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Market Updates
13 Jul 2022

Is a recession coming?

M329121-Evergreen-Email Chelsea Centred-v1.jpg By Chelsea Traver at Evergreen Advice

June data

What’s going on?

It’s been a bad first half of the year for investors. Like really bad

Share (Nasdaq) and Bond (Bloomberg Global-Aggregate) January to June Performance


Bad start to the year

Inflation is at all-time highs and consumer confidence is at record lows.

'US & NZ CPI Inflation' and 'ANZ- Roy Morgan Consumer Confidence'

Inflation and Confidence


Manufacturing has been slowing, as has spending on services.

US Manufacturing and Service Indices


The usual champion of portfolio construction, diversification, hasn’t helped investors much either as both shares and bonds were hit hard and almost all asset classes performed poorly. There was (almost) nowhere to hide

Financial performance

Is this a recession? Is one coming?

There’s actually no universal definition of a recession but in NZ the technical definition is six months of negative growth in the gross domestic product (GDP). Essentially, it looks at 'is the economy moving backwards'. As of the time of writing, NZ’s GDP went down by -0.2% in the March quarter with June’s data yet to be released.

However, this definition isn’t a particularly useful one. Recessions are memorable: the great recession of the mid-2000s, or the fuel crisis and resulting recession in the 1980s. We remember these not because “GDP had negative growth for two quarters” but because there were widespread, sustained financial hardships. People lost their jobs, their houses and even those who weren’t directly affected financially, often were emotionally impacted after listening to the dire news for months or years.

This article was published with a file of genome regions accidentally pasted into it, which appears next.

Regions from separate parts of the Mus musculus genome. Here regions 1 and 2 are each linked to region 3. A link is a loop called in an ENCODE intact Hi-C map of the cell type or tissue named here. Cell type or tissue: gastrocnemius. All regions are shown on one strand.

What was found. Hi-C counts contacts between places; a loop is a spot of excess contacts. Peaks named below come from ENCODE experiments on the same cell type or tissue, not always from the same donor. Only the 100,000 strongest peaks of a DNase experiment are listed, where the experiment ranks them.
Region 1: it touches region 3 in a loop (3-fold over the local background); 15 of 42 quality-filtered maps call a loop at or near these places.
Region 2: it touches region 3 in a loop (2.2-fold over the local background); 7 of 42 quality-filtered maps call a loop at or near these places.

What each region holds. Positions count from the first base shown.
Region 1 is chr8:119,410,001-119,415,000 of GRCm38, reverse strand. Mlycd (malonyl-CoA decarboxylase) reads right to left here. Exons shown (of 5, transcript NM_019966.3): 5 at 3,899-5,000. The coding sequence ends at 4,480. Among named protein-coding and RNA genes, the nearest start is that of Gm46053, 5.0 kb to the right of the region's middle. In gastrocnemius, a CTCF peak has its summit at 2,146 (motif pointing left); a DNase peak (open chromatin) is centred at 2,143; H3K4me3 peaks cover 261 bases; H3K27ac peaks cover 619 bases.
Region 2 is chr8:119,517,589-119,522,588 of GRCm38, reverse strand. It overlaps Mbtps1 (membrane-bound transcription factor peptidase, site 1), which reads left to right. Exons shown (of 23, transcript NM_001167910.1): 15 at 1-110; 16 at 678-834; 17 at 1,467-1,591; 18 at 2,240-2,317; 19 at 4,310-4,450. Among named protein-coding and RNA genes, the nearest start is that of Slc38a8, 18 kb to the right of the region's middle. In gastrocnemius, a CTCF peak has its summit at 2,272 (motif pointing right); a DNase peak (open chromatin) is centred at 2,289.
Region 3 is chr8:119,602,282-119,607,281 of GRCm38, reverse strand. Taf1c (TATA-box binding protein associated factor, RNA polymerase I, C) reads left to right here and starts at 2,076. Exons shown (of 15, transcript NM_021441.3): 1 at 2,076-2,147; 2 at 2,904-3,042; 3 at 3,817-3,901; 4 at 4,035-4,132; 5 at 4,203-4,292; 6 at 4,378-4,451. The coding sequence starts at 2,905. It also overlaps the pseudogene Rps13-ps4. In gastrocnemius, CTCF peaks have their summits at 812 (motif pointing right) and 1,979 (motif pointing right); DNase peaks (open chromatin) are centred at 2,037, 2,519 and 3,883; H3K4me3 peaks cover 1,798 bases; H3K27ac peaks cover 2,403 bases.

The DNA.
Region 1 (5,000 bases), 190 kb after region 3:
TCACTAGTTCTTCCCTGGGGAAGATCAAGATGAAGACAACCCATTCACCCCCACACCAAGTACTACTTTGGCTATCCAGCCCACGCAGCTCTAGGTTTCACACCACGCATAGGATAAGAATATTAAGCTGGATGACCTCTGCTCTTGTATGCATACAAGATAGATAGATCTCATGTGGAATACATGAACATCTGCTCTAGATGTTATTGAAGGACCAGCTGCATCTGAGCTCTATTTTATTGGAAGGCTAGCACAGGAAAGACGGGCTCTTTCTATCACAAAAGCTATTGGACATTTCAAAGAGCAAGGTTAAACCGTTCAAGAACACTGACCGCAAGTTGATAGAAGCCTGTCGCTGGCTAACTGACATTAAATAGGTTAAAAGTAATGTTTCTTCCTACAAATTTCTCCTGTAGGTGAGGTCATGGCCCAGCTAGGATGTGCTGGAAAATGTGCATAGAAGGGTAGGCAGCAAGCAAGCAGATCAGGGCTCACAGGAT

A more accurate description of a recession is perhaps the one used by economists in the United States: "a significant decline in economic activity spread across the market, lasting more than a few months, normally visible in real GDP, real income, employment, industrial production, and wholesale-retail sales". It is understood that the two factors they weigh the highest when determining a recession are income and employment. What’s interesting is by these two measures, the economy is still solid.

NZ Unemployment Rate

Unemployment rate

Key Takeaway

So, what does this mean? Should we take the inflation and slowing economic indicators as a sign that a recession is on the horizon? Or should the low unemployment figures reassure us that this is just a minor setback? It’s even possible that both might be true. That the economy will contract without the major loss of jobs or income. It’s too soon to tell and most importantly for investors, by the time we know it’s a recession the market might have already started to recover.

The indicators that measure how an economy is doing are backward-looking, in other words, they look at the prior month, quarter or year and tell you what happened in the past. As such the share market can, and generally does, start recovering well before these types of economic indicators show a rosy picture.

It has been a bad six months in the market. These types of downturns are never comfortable but it’s more important than ever to be careful about making predictions about what’s coming next.


Disclaimer: This article is general in nature and does not constitute financial, tax or legal advice in any way. Should you require such advice, please contact Evergreen Advice or a suitably qualified professional.

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